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Renovations will create Toronto’s first men’s Indigenous harm reduction shelter

Angela Gismondi
Renovations will create Toronto’s first men’s Indigenous harm reduction shelter
CICADA DESIGN - The building at 67 Adelaide St. E. in Toronto will undergo renovations and be transformed into a 75-bed Indigenous (First Nations, Inuit, and Métis) men’s shelter. The shelter will be operated by Native Men’s Residence (Na-Me-Res).

A building located at 67 Adelaide St. E. in Toronto is being renovated and converted into a shelter for Indigenous men experiencing homelessness.

“Currently there is no shelter in Toronto that can adequately support Indigenous men that includes a harm reduction approach, so this site will be the first Indigenous harm reduction shelter and managed alcohol program in the city, which is huge for the community,” said Justin Lewis, director of infrastructure planning and development, who is part of the Shelter Support and Housing Administration for the City of Toronto. “Indigenous men are actually going to have a place to go and a place to create that sense of hope to move forward in a good way.”

The three-storey building, owned by the City of Toronto, is currently being used as a women’s resource centre which is in the process of being relocated to 233 Carlton St. The relocation is expected to occur in late 2023. The building will then be renovated for use as an Indigenous (First Nations, Inuit, Métis) men’s shelter.

The facility will be converted to a 75-bed shelter operated by Native Men’s Residence (Na-Me-Res), which has a long history of providing shelter, housing, health and social supports to Indigenous men.

The project is in the design development stage. The building will undergo exterior and interior renovations, with the most noticeable change being a modernization of the building’s exterior, said Lewis.

The building used to house the York County and Metro Toronto offices. The new exterior, designed by Hilditch Architect, has a dual purpose – to improve energy efficiency and to make the building more welcoming for the Indigenous community.

It will include over cladding with aluminum and colours of the medicine wheel – red, yellow, black and white – to reflect Indigenous culture.

“The over cladding is necessary for that building to be able to achieve the net-zero greenhouse gas emissions and to support efforts to make the site more welcoming to Indigenous people,” Lewis explained.

“On the building’s outside façade the existing limestone is also reminiscent of the façades used in a number of residential school buildings. It makes it outwardly unfriendly to Indigenous residents and users of Na-Me-Res service. In order for the space to promote Indigenous culture and safety the exterior must change to reflect the new purpose of the building as well as the spirit and values of truth and reconciliation.”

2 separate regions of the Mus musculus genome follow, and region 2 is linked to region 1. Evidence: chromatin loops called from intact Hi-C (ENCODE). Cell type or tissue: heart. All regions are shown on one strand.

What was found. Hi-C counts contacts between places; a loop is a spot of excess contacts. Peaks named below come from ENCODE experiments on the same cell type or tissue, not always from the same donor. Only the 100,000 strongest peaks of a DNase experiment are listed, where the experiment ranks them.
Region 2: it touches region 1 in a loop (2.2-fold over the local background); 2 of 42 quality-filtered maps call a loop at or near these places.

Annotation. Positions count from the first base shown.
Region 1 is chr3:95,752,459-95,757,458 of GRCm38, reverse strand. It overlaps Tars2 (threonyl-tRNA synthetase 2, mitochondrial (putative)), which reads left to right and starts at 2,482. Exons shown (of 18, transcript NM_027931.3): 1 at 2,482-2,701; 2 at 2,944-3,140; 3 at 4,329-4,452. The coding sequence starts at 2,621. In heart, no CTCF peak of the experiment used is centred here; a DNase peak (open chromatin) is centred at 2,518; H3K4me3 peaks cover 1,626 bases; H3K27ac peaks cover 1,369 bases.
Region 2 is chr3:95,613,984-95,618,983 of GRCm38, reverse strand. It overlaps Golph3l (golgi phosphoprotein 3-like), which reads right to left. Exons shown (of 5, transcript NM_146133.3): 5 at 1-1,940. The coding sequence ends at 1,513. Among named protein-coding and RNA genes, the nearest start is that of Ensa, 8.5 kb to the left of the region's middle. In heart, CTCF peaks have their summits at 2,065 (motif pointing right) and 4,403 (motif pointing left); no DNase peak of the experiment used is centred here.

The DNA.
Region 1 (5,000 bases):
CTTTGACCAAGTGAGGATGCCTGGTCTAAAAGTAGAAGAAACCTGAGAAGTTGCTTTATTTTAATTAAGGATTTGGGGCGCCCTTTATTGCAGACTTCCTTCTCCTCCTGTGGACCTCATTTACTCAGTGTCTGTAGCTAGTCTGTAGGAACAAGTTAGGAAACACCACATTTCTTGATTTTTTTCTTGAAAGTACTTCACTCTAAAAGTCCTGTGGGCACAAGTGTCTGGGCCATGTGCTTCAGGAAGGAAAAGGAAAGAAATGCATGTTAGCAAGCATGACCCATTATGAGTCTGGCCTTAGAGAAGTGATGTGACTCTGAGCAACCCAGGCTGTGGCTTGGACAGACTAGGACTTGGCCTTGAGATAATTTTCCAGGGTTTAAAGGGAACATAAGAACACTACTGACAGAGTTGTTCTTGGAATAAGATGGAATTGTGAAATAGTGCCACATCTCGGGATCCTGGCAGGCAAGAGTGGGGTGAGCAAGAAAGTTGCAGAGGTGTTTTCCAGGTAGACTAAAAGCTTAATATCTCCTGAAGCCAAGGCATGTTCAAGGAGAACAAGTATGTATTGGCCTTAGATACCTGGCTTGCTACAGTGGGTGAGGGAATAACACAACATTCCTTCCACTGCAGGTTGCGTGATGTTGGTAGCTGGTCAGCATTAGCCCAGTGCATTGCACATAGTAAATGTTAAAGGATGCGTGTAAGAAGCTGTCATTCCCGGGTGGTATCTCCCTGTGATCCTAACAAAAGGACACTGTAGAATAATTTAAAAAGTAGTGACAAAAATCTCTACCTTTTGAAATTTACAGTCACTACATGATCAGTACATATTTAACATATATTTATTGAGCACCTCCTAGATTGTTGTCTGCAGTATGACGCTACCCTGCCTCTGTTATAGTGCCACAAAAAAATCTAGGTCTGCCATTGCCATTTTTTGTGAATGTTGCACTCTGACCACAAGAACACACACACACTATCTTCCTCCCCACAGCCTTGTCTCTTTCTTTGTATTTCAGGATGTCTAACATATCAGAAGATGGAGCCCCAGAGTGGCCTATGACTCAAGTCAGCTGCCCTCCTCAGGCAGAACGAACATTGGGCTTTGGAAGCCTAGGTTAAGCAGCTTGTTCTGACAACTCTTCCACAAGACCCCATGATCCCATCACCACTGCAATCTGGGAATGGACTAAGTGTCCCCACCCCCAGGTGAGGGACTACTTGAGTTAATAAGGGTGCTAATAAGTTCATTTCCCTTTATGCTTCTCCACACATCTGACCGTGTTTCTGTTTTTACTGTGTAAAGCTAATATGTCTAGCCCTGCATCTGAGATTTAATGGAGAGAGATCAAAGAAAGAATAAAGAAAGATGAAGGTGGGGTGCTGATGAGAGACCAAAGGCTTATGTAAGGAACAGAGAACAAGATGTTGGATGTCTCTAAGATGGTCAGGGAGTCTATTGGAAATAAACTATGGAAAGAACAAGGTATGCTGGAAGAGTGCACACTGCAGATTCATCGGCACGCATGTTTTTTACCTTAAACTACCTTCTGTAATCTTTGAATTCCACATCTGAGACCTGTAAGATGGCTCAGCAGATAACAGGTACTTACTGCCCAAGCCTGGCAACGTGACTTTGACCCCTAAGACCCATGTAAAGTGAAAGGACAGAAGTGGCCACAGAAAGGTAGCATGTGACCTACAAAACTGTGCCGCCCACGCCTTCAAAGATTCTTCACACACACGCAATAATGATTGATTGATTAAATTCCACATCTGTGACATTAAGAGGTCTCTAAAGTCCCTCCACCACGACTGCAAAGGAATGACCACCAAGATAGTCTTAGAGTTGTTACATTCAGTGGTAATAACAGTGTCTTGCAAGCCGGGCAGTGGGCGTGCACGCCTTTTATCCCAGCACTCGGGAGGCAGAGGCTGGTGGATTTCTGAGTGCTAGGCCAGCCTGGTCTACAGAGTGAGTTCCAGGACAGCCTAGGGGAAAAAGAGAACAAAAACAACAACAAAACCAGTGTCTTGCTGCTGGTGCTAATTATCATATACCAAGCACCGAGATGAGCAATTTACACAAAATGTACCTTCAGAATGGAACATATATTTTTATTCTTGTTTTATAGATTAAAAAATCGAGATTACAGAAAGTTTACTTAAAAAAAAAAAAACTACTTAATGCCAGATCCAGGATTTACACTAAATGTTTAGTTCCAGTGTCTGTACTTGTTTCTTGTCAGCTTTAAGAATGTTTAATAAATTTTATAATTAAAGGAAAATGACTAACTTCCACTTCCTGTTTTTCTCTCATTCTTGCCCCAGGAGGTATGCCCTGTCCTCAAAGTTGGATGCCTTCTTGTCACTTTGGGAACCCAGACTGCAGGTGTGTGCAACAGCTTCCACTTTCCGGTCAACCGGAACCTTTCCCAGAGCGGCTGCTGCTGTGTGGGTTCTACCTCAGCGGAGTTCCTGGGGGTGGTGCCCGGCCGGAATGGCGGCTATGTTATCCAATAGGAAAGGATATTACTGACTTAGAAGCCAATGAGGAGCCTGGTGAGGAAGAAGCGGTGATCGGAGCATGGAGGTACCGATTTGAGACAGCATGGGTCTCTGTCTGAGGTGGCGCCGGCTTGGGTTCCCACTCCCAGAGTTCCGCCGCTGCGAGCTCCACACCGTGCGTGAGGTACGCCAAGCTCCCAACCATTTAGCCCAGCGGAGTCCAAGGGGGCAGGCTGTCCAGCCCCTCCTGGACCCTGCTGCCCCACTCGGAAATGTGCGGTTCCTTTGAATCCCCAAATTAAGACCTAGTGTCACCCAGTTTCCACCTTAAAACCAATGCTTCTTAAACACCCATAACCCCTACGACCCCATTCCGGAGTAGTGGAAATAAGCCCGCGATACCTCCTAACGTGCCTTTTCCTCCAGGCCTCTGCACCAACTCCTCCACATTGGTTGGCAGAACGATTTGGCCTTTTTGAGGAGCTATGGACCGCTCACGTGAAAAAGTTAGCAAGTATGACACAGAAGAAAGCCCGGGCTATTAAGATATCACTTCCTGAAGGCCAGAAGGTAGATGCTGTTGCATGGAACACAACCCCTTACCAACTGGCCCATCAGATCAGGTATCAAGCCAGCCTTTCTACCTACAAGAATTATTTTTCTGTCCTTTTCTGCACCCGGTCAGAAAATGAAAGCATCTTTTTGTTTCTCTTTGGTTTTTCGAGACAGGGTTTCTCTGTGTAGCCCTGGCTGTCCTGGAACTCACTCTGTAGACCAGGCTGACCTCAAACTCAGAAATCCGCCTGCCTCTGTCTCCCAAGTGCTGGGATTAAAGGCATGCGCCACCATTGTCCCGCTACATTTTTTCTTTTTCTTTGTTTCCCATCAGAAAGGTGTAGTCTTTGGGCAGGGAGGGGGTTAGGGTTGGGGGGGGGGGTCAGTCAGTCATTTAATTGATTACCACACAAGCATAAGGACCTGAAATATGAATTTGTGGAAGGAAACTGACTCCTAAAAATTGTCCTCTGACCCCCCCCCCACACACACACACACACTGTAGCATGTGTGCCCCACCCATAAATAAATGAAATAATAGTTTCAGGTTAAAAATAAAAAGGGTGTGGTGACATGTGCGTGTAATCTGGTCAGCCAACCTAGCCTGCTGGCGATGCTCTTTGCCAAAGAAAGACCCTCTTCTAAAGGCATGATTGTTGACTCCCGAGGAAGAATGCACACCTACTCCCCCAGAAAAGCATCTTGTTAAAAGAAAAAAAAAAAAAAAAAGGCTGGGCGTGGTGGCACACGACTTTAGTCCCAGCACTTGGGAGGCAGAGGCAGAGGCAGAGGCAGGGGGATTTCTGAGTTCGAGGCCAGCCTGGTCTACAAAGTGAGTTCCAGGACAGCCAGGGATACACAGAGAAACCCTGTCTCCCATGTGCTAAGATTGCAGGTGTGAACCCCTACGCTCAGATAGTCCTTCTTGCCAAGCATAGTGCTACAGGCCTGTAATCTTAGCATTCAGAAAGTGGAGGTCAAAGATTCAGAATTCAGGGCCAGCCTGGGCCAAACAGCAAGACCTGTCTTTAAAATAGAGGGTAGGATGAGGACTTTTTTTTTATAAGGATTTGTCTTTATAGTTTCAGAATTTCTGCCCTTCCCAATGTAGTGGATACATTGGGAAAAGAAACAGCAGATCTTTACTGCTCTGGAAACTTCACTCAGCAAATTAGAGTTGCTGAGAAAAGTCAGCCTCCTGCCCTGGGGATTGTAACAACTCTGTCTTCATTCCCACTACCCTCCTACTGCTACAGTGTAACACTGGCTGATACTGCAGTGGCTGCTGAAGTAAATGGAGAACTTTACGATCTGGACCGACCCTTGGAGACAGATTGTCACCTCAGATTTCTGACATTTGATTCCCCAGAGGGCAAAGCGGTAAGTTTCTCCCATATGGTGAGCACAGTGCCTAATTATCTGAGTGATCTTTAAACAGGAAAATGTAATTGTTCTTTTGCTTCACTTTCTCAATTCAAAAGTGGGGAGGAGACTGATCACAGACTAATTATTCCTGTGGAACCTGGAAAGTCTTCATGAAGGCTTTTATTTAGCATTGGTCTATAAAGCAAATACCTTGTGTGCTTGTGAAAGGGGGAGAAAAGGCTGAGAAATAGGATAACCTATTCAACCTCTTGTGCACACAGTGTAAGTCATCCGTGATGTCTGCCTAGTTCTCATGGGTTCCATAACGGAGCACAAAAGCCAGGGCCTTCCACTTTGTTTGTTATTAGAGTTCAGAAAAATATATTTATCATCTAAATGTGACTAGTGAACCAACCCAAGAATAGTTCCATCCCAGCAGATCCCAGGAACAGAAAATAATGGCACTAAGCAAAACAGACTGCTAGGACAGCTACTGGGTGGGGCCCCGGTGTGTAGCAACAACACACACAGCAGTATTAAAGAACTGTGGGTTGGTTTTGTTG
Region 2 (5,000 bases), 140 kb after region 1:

The city hired consultant RJC Engineers which produced a study on how the city can best meet the net-zero guidelines.

“Net-zero is a standard that’s required of all city-owned buildings in efforts to combat climate change… By 2050 all existing buildings will have been retrofitted to achieve net-zero emissions,” Lewis noted.

“The over cladding was recommended through this study. So it’s not only achieving net-zero, it’s also achieving a perception to the Indigenous community that does exist, that our homeless in the downtown core, they have a safe place to go somewhere to be able to put a roof over their head while being able to engage in Indigenous culture.”

As part of the renovations, the entrance to the site will be changed from Adelaide Street to Church Street and the main entrance will be moved to the east. The “eastern doorway” is significant in many Indigenous cultures as the door we enter when we are born in this world.

Both of the entrances on the east and north will have cedar wood, one of the four sacred medicines, near the entrances.

It also includes converting the existing third floor interior space into an infilled fourth floor without raising the height of the building. There will also be a rooftop terrace and a new elevator will be added to provide access to all floors.

“There was a commitment to the Indigenous community through our Meeting in the Middle Engagement Strategy to have some of the net new shelter spaces become Indigenous-specific given that in the city of Toronto there is a significant need for shelter spaces for Indigenous people who are significantly over-represented among people experiencing homelessness,” Lewis said.

The building is designated under the Ontario Heritage Act and is classified as a non-contributing building in the Heritage Conservation District.

“A non-contributing property, it is described in the plan, as one of the properties from the post-World War II era that supports and enhances the district’s physical value through their contextual sensitive use of materials massing and articulation,” Lewis noted.

“In light of the contributing nature this building has towards heritage and in line with the recommendations made to the heritage board, work will be completed to ensure there is limited damage to the underlying brick and that the cladding can be reversible if needed in the future.”

Initial community engagement took place in 2021 and early 2022. The next phase of engagement will take place closer to the opening date in 2024.

CICADA DESIGN – The lobby of the building will be renovated to include an open space used for talking circles and programming with a circular sun roof in the centre of the room.

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Michael Cheena Image Michael Cheena

There are distinct Indigenous and Treaty rights that Indigenous peoples retain on this land. They’re also survivors of genocide, intergenerational trauma and violent settler colonialism.

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